“You never know. Once the dust settles, after the funeral— that’s the danger zone. The family can commence a wrongful- death action against you and the hospital any time they feel like it, right up until the statute runs out. So the question is: did you depart from the accepted ‘standard of care’ by failing to evaluate Nikki’s mental state?”
She shook her head, while James cleared his throat and said, “Kate’s one of the best child psychiatrists they have. She won an APF award, which is a big deal in our line of work. She’s compassionate and caring and does everything by the book.”
“I’m sure she does.” Russell smiled and slid his glasses back up the bridge of his nose. “Ira speaks very highly of you, Dr. Wolfe. But the hospital will want to make sure it hasn’t breached the standard of care by failing to keep the patient safe from harm. They’ll want to make sure she was properly diagnosed, that an adequate history was taken, and that her medication was appropriate.”
James leaned forward. “Kate would do anything for her patients.”
“James,” she said reproachfully, blushing.
Russell Cooper smiled. “I’m sure that’s true. And the courts have found that a medical provider can’t be held liable for mere errors in judgment. But we need to cover all the bases. Unfortunately, malpractice suits are becoming more commonplace, especially when a patient commits suicide.”
James glanced at her with concern in his eyes.
“What about the funeral?” Kate asked.
“As far as attending the funeral, that’s just fine,” he said.
“As a matter of fact, I’d encourage as many staffers as possible to attend. It’s an excellent way to demonstrate the hospital’s concern. However, if you’re going to help out with funeral arrangements, Kate, I’d advise you to keep the meetings short. You can be open to people’s grief, but if they ask about Nikki’s treatment, you need to remind them it’s confidential.”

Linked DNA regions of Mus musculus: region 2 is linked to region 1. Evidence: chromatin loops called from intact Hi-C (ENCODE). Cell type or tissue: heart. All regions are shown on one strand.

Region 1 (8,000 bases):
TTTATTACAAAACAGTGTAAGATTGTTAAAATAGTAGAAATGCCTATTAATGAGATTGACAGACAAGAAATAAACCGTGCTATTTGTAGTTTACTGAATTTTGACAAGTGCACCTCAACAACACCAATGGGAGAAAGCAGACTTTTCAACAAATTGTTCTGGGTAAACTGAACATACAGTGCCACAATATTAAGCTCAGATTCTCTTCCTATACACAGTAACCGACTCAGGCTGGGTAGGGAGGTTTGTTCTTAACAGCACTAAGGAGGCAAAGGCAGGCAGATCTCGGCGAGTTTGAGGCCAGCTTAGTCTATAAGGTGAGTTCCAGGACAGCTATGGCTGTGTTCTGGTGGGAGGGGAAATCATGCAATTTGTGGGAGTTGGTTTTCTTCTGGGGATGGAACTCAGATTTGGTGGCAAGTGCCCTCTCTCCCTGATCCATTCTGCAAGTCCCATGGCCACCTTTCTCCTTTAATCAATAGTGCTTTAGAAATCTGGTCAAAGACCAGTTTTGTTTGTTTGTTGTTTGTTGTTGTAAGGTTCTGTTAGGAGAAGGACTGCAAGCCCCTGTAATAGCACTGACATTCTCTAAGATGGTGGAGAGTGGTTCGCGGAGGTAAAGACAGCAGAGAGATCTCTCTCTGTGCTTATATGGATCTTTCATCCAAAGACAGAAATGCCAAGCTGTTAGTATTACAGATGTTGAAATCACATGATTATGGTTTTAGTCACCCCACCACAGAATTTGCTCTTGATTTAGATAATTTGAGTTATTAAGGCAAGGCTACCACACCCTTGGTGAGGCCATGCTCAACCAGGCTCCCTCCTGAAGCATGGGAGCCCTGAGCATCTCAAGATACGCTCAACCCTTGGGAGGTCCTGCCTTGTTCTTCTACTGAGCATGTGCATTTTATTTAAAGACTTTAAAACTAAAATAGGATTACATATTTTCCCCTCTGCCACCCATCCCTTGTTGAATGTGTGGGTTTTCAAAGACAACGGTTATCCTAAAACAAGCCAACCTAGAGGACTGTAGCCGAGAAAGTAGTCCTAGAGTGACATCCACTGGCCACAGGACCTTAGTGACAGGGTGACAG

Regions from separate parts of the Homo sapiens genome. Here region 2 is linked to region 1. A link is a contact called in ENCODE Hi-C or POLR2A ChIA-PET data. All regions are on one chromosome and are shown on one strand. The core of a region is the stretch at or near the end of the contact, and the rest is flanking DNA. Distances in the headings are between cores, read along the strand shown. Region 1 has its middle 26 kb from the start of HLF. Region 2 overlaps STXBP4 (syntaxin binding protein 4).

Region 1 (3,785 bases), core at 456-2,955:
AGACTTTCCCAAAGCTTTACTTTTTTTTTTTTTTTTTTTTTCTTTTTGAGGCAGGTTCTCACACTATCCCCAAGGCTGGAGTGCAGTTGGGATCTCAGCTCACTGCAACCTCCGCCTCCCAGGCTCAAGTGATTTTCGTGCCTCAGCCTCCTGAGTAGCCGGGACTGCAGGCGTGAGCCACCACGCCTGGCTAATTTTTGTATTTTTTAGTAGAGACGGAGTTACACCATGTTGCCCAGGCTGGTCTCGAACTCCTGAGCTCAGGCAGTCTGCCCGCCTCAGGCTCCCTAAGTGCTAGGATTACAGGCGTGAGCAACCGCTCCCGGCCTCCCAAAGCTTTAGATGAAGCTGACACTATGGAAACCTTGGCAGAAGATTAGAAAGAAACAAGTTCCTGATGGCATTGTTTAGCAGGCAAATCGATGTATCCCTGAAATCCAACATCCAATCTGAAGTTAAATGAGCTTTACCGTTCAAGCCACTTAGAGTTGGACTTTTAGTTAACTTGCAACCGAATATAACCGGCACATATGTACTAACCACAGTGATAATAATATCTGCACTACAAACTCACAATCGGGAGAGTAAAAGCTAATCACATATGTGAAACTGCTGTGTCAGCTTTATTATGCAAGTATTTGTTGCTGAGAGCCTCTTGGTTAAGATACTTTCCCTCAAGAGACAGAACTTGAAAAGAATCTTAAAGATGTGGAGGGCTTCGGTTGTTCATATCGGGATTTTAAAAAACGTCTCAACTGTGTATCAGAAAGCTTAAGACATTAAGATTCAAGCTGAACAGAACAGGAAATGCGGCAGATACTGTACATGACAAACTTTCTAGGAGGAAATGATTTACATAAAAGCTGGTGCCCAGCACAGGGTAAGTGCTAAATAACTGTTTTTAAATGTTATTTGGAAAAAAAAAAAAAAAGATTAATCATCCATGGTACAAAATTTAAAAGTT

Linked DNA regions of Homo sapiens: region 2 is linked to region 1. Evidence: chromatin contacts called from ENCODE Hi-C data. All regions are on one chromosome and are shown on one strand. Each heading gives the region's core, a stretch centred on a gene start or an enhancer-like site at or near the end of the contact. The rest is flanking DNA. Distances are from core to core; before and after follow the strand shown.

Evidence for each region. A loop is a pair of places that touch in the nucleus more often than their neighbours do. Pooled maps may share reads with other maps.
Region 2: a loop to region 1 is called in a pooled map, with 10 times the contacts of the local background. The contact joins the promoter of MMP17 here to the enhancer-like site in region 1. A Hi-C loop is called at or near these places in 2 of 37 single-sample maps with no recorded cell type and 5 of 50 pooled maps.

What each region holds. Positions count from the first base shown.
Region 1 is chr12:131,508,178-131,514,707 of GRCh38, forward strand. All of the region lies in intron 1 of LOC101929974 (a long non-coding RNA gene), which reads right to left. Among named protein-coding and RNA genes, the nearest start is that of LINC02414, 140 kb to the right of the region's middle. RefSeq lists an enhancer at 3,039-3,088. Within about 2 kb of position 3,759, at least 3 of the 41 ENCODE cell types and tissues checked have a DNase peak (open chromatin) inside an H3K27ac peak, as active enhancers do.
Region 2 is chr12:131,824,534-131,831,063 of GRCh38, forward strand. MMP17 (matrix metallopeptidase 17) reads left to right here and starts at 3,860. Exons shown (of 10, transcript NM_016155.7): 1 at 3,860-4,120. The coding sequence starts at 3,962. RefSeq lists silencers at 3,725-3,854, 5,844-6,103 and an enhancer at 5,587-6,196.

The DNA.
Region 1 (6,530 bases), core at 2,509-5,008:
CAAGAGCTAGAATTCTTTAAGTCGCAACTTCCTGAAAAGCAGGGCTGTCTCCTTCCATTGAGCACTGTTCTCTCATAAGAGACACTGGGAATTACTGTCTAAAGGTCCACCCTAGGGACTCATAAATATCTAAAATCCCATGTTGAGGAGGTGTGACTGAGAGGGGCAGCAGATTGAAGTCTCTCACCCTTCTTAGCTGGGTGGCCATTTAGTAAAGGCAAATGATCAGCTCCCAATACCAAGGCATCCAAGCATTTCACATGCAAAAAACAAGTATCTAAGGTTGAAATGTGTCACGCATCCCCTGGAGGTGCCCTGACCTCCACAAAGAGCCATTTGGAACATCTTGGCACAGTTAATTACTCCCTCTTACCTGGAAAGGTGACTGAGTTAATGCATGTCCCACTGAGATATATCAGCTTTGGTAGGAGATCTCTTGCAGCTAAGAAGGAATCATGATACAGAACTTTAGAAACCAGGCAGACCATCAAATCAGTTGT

“The family may not even think about suing you, but there are plenty of attorneys out there who are on a mission to hold psychiatrists accountable. So by all means, set up a meeting with the family to discuss eulogies, donations, cards, whatever you like. Honor their requests, but don’t volunteer. Let them call the shots. Basically, you want to be supportive without opening yourself up to a lawsuit,” he said. “Any questions?”
Kate frowned. “What happens next?”
“First, the hospital will carry out an internal investigation, sometimes called a psychological autopsy. It will be thorough, but quick. They don’t want to open a can of worms for discovery by the plaintiff’s attorney. However, Risk Management is going to have the hospital’s best interests at heart, Kate. Not yours. So my advice to you would be to cooperate fully, but be cautious. Choose your words carefully. I’d like to be there for the interview. Just a precaution.”